Off to Bogota Colombia. Had an advance copy of toast he would deliver at lunch. It was a little harsh with a tone of resentment toward the "Colossus of the North." He has talked of recognizing Cuba & not being a satellite to U.S. etc. Met us at airport-again full honors & troop review. A large group of Americans were there and warm in their welcome. Helicoptered to Square to place a wreath at statue of Simon Bolivar. At Palace he & I (plus interpreters) met alone. He spoke of previous visits by Am. Presidents (J.F.K. last) and how nothing came of it. This gave me a chance to say I came to ask questions-what were our problems & how could we solve them. Told him of my dream for the W. hemisphere: That we had a common heritage of coming to this land from all over the world & that from pole to pole we worshipped the same God. He told me of his poor beginnings & I told him of mine. Then I pointed out-we were now the Presidents of our countries; That I wanted this kind of opportunity for everyone in all the Americas. By the time we did the farewell ceremonies at the airport I believe we were real friends. We flew on to San Jose Costa Rica. Same formal ceremonies. This was my 3rd meeting with Pres. Monge. I went on to Hotel Cariari where I had a meeting with Pres. Magana of El Salvadore. We spoke of need to emphasize their pursuit of human rights so we could continue to help.
- President Reagan leaves Brazil for Bogota, Colombia.
- President Reagan participates in a meeting with the President of Colombia to discuss what problems are currently plaguing the Americas and what steps can be taken to rectify them.
Ronald ReaganToast at a Luncheon Hosted by Colombian President Belisario Betancur Cuartas in Bogota
December 3, 1982
Reverend clergy, President Betancur, I'm happy to be in Santa Fe de Bogota, the Athens of America. I appreciate this opportunity to reaffirm the close and longstanding ties between our peoples.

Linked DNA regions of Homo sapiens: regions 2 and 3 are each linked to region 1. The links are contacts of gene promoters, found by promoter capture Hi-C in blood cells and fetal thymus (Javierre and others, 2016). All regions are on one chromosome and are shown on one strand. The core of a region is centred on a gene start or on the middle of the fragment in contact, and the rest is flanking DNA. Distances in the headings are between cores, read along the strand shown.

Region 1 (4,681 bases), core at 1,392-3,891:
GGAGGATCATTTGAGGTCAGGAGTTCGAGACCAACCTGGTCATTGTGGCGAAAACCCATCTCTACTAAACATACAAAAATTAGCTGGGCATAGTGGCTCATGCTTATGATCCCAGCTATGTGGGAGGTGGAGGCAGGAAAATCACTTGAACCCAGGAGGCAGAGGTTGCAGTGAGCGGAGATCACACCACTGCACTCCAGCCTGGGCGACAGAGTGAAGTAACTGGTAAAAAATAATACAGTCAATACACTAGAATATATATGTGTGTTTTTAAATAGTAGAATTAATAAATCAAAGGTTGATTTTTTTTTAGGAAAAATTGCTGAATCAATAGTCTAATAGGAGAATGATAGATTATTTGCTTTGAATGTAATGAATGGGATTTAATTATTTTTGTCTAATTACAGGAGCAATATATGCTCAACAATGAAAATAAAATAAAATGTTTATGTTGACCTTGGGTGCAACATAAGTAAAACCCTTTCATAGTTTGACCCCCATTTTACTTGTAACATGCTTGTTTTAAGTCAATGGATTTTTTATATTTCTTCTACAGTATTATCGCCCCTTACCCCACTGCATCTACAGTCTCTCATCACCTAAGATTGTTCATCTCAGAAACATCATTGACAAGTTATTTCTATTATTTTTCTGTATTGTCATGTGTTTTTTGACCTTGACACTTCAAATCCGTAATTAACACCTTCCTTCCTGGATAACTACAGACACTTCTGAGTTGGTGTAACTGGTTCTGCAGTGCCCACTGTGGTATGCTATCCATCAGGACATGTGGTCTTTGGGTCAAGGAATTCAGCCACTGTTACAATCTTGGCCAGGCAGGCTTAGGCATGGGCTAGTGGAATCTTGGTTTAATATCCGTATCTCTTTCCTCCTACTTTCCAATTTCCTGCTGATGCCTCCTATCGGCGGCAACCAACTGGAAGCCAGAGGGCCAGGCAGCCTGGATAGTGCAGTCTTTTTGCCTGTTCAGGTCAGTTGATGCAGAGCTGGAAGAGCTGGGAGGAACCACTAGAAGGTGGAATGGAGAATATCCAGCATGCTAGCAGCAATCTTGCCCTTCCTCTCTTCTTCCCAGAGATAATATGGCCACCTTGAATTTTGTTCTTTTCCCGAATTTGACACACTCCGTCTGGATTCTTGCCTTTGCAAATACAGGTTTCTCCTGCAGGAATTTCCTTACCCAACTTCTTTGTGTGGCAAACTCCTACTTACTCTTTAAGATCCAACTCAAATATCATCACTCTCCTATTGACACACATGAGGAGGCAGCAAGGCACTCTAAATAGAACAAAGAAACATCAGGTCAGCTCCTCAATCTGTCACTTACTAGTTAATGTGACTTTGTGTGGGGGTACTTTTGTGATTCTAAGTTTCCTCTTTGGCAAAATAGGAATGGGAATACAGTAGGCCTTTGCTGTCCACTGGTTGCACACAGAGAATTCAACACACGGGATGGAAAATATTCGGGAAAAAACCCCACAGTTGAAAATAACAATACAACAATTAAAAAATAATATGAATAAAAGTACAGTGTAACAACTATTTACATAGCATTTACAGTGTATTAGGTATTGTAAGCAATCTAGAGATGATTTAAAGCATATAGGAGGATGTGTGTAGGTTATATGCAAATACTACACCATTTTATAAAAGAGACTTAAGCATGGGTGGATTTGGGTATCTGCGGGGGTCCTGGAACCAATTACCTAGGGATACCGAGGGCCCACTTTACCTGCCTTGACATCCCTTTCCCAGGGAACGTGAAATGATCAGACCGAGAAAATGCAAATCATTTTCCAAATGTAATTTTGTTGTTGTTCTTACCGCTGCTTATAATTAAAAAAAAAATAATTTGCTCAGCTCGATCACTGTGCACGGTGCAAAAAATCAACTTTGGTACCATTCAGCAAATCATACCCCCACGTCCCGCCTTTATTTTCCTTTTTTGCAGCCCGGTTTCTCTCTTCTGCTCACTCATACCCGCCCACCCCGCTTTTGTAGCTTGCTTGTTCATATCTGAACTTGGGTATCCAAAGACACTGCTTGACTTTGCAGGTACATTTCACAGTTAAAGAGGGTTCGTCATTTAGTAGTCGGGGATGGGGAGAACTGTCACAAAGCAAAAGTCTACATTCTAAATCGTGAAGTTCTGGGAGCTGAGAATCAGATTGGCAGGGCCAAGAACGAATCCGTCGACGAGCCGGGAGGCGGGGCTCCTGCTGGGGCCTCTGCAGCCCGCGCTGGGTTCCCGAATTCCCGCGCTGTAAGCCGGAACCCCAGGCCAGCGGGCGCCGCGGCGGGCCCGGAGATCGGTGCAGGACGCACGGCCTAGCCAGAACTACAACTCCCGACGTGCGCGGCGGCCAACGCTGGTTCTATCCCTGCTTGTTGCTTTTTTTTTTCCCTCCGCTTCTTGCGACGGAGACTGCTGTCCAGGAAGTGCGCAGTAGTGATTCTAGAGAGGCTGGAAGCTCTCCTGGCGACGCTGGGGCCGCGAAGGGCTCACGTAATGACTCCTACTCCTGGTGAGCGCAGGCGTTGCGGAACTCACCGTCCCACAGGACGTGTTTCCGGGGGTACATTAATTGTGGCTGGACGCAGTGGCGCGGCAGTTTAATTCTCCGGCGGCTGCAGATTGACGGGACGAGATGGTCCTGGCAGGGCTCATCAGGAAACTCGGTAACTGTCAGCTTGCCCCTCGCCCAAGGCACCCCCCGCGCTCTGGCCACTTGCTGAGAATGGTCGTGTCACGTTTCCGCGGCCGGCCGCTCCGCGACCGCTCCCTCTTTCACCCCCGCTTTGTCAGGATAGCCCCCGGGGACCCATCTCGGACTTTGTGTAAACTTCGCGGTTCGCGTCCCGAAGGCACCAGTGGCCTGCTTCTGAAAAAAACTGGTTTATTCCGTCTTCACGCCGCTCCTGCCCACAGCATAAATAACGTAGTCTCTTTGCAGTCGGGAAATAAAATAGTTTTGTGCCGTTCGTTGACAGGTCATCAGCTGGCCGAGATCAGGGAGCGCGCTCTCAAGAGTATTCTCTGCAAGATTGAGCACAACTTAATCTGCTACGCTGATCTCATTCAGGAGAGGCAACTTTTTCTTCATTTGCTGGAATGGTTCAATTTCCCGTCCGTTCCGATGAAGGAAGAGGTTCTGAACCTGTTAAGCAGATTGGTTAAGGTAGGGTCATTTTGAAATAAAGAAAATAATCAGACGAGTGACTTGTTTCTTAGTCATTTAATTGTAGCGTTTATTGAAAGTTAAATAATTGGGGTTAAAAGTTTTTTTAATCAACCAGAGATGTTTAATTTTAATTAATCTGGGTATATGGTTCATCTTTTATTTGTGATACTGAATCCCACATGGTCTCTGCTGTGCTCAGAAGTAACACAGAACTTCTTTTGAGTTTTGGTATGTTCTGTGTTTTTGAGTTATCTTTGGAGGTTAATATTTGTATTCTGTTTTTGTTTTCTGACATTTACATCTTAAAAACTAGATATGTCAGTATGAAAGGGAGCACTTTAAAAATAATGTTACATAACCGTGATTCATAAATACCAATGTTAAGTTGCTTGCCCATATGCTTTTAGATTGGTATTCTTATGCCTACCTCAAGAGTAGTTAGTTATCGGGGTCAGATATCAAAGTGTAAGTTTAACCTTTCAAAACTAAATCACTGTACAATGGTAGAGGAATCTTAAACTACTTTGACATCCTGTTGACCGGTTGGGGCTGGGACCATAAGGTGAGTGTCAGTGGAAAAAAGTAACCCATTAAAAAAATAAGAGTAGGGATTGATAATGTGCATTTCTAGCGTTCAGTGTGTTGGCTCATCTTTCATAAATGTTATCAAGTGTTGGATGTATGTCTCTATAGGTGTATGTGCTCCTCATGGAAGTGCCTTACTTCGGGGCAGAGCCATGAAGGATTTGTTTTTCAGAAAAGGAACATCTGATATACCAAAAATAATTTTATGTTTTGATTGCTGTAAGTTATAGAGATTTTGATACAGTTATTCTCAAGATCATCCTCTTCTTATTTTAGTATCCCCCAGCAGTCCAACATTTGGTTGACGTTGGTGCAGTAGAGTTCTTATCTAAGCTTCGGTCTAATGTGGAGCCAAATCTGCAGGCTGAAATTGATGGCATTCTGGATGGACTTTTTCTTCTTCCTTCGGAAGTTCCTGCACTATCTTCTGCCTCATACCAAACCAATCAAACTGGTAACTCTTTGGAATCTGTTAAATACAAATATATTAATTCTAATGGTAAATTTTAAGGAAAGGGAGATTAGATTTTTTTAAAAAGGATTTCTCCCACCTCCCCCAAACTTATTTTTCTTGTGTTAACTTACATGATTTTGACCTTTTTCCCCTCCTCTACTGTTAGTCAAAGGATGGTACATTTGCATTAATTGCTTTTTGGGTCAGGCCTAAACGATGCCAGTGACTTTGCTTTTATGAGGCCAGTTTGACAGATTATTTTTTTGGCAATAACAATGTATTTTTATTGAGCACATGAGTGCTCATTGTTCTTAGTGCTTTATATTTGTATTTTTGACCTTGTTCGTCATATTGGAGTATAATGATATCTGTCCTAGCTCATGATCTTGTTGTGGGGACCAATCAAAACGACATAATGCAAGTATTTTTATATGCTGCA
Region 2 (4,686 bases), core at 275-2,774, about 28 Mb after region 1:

Since 1824, when a United States Representative, Richard Anderson, became the first foreign diplomat to be formally accredited here after independence, my country has followed with admiration the development of your constitutional tradition.
I thought I was having a translation here. I guess -- well.
Colombia's great independence leader, General Francisco de Paula Santander, is celebrated today not so much for being the great warrior he was, but as the "Man of Laws." He declared, "If the sword gave us independence, the law will give us liberty." Well, you, Mr. President, are a man of law and liberty.
Your first statement as President-elect of your country carried on the profound tradition of law and liberty in Colombia. "I aspire," you said, "to a happy and open democracy in which citizens who wish to be representatives must win that right in a frank contest with the broad participation of the new generations, a contest in which merit, quality of service, and proven honesty will be the best attributes for receiving popular support."
I was waiting to be interpreted, but I understand I'm not to wait.
Well, we all know that the democratic path is never easy. But it's a path toward which the peoples of this hemisphere are increasingly turning. Democracies are better able to reconcile their internal differences without violence. They're also neighbors in whom we can have confidence.
Mr. President, as I said in my very encouraging visit to Brazil, I did not come to visit with any preconceived plan that we wish to impose. I came here to listen and to learn, to ask how we could be of greater help in promoting peace and progress in the Americas. It has long been my dream that the more than 600 million people of the Americas could represent an enormous force for good in the world. Just think how much we could achieve if there were accord between us.
In that spirit, Mr. President, let me say how much I appreciate your frankness here today. I know you were speaking from the heart. And I can assure you that we were listening closely.